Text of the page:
Thursday, June 15, 2017

Book Review: Rebecca of Sunnybrook Farm by Kate Douglas Wiggin (1903)

When Rebecca Rowena Randall is sent to live with her spinster aunts in place of the older sister who cannot be spared at home, the beginning of her stay is anything but auspicious. The aunts believe Rebecca to be prone to foolishness, like her deceased ne'er-do-well father, and Rebecca, though spirited, knows very little of the household chores she is meant to perform. As the years progress, however, Rebecca proves to be a committed student, a selfless friend, the object of a specific benefactor's affections, and a gifted writer.

This coming of age story is one I absolutely refused to read during childhood, and even now I don't think I would have liked it as a kid. I was troubled by children who had lost a parent or who simply didn't live with their parents, and all the delightful parts of Rebecca's personality would easily have been lost to me, masked by my own perception that children like her are to be pitied.  As an adult, though, I can recognize the charm of Rebecca as a character. Though her adventures are confined to her home and schoolhouse, and her triumphs involve small victories like selling enough soap to help a poor family and winning a writing contest, she has an indomitable spirit and she does and says things that real kids generally only imagine themselves doing.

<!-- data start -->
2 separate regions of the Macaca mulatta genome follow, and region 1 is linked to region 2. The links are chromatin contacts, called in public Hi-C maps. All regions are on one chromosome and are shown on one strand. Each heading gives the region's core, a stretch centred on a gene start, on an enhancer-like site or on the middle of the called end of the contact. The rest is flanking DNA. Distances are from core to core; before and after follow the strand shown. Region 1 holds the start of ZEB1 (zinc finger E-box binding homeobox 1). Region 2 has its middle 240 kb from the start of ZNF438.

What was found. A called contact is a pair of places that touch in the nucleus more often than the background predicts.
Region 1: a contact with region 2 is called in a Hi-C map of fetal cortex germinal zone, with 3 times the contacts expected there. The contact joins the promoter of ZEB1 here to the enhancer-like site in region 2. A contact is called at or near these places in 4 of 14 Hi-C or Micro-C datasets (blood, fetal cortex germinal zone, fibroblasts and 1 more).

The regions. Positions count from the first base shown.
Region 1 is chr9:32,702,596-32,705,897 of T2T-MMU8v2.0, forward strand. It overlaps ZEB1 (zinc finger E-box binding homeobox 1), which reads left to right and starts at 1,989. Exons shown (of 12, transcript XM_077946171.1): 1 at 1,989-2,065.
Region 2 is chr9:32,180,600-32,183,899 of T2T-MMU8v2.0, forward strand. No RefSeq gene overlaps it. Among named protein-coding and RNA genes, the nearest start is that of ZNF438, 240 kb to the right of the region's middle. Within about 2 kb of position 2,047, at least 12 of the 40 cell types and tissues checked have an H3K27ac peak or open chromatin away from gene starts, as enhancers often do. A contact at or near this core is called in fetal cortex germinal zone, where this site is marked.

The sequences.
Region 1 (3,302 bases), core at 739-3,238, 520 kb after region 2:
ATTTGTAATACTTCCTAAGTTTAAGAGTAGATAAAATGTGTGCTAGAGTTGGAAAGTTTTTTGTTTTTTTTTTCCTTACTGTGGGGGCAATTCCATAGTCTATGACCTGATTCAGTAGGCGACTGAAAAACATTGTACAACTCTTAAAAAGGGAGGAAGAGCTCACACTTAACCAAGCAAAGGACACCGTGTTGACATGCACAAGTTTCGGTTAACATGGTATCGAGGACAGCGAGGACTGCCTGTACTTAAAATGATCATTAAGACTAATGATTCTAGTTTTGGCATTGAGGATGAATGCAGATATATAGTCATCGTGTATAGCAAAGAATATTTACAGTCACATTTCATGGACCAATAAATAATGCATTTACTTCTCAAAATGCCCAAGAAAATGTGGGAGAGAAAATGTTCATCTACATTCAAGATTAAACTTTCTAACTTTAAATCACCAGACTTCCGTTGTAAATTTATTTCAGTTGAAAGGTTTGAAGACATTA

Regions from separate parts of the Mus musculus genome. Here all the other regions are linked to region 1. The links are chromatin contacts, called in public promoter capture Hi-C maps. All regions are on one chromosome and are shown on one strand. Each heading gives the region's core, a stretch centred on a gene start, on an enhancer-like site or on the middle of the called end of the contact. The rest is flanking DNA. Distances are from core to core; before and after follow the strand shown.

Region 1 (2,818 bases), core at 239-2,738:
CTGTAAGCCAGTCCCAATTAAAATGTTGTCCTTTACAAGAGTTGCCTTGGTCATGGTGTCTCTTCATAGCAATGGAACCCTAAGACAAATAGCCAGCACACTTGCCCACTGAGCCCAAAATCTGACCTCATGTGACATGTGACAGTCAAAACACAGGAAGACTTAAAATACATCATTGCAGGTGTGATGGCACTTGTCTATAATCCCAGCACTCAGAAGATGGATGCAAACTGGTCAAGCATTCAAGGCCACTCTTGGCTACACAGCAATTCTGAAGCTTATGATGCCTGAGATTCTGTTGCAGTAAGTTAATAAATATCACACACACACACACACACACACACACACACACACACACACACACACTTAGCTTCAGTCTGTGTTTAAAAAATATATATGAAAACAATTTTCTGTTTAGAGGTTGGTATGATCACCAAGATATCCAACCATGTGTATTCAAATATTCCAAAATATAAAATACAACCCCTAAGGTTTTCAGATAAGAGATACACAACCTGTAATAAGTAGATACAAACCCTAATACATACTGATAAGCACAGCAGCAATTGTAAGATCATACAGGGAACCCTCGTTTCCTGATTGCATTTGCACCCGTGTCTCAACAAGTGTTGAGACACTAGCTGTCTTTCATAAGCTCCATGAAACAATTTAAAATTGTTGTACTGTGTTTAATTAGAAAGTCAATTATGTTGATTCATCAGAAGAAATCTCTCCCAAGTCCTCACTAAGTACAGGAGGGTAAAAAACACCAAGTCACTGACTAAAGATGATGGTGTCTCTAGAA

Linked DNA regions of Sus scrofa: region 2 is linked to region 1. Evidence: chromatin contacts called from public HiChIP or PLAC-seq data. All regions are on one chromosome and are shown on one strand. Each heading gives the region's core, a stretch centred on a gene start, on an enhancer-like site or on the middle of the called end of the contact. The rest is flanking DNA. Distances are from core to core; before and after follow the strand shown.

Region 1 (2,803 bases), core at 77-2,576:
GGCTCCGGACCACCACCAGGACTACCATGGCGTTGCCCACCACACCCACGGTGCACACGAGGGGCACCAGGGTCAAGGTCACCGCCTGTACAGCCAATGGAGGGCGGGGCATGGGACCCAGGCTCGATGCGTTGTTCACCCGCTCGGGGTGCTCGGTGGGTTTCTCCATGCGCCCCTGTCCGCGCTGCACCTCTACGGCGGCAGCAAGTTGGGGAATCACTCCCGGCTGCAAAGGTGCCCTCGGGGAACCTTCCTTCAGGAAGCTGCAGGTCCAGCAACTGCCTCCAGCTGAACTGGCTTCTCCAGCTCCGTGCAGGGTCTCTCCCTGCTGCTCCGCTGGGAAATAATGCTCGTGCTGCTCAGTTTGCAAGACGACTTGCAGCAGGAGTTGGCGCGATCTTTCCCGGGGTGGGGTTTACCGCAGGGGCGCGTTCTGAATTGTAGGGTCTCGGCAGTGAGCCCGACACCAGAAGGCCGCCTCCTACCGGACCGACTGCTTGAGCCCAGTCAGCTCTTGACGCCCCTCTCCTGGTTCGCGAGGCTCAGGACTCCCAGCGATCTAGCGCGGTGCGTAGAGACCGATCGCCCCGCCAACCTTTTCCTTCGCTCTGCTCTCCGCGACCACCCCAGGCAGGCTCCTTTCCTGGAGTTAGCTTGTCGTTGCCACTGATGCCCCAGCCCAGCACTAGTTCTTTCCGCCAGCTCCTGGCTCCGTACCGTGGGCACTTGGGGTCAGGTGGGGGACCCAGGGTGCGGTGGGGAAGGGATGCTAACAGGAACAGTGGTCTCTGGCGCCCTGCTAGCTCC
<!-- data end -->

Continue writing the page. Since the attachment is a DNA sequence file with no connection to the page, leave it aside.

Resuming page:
My chief complaint about this book is how quickly events unfold in the second half. The story is at its best when it relates events about Rebecca's daily life prior to adolescence. Once she enters high school, the story moves along very quickly, and begins to feel rushed as compared with earlier sections. I also found the ending somewhat predictable, but that didn't bother me as much, since it does wrap things up very well, and on the necessary hopeful note.

Rebecca of Sunnybrook Farm is not my favorite book (and it really pales in comparison to Anne of Green Gables, which I read immediately following it and will review soon), but I understand why it has appealed to so many girls. I will happily let my own kids read it when they are around age 10 or so, and I will probably read it again when they do.

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